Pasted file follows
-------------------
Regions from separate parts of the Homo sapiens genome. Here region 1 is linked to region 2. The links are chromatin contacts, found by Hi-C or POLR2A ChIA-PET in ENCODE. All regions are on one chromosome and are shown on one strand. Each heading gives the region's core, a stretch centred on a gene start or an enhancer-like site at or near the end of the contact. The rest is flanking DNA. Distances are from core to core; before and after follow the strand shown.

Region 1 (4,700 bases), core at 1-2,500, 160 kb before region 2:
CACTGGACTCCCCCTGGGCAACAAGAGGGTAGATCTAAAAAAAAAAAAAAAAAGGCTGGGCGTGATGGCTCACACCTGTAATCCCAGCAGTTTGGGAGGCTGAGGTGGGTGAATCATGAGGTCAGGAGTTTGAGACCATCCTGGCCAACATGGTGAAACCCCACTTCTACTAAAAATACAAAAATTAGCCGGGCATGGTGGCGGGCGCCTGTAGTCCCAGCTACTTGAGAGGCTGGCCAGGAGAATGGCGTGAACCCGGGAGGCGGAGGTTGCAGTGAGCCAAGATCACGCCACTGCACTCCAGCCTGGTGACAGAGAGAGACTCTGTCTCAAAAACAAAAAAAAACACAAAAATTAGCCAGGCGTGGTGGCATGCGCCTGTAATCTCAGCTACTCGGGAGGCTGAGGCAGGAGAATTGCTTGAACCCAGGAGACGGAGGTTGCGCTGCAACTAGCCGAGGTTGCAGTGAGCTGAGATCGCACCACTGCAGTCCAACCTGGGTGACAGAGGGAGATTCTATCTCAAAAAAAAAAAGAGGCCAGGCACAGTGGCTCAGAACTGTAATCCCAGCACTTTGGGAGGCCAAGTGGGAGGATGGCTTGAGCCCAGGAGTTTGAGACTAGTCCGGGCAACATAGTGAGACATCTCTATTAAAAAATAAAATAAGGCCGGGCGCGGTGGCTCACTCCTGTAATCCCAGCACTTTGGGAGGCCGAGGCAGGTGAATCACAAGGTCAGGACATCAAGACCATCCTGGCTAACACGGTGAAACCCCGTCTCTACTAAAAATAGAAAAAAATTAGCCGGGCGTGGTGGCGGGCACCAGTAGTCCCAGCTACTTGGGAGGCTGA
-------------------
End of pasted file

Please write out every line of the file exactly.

Regions from separate parts of the Homo sapiens genome. Here region 1 is linked to region 2. The links are chromatin contacts, found by Hi-C or POLR2A ChIA-PET in ENCODE. All regions are on one chromosome and are shown on one strand. Each heading gives the region's core, a stretch centred on a gene start or an enhancer-like site at or near the end of the contact. The rest is flanking DNA. Distances are from core to core; before and after follow the strand shown.

Region 1 (4,700 bases), core at 1-2,500, 160 kb before region 2:
CACTGGACTCCCCCTGGGCAACAAGAGGGTAGATCTAAAAAAAAAAAAAAAAAGGCTGGGCGTGATGGCTCACACCTGTAATCCCAGCAGTTTGGGAGGCTGAGGTGGGTGAATCATGAGGTCAGGAGTTTGAGACCATCCTGGCCAACATGGTGAAACCCCACTTCTACTAAAAATACAAAAATTAGCCGGGCATGGTGGCGGGCGCCTGTAGTCCCAGCTACTTGAGAGGCTGGCCAGGAGAATGGCGTGAACCCGGGAGGCGGAGGTTGCAGTGAGCCAAGATCACGCCACTGCACTCCAGCCTGGTGACAGAGAGAGACTCTGTCTCAAAAACAAAAAAAAACACAAAAATTAGCCAGGCGTGGTGGCATGCGCCTGTAATCTCAGCTACTCGGGAGGCTGAGGCAGGAGAATTGCTTGAACCCAGGAGACGGAGGTTGCGCTGCAACTAGCCGAGGTTGCAGTGAGCTGAGATCGCACCACTGCAGTCCAACCTGGGTGACAGAGGGAGATTCTATCTCAAAAAAAAAAAGAGGCCAGGCACAGTGGCTCAGAACTGTAATCCCAGCACTTTGGGAGGCCAAGTGGGAGGATGGCTTGAGCCCAGGAGTTTGAGACTAGTCCGGGCAACATAGTGAGACATCTCTATTAAAAAATAAAATAAGGCCGGGCGCGGTGGCTCACTCCTGTAATCCCAGCACTTTGGGAGGCCGAGGCAGGTGAATCACAAGGTCAGGACATCAAGACCATCCTGGCTAACACGGTGAAACCCCGTCTCTACTAAAAATAGAAAAAAATTAGCCGGGCGTGGTGGCGGGCACCAGTAGTCCCAGCTACTTGGGAGGCTGA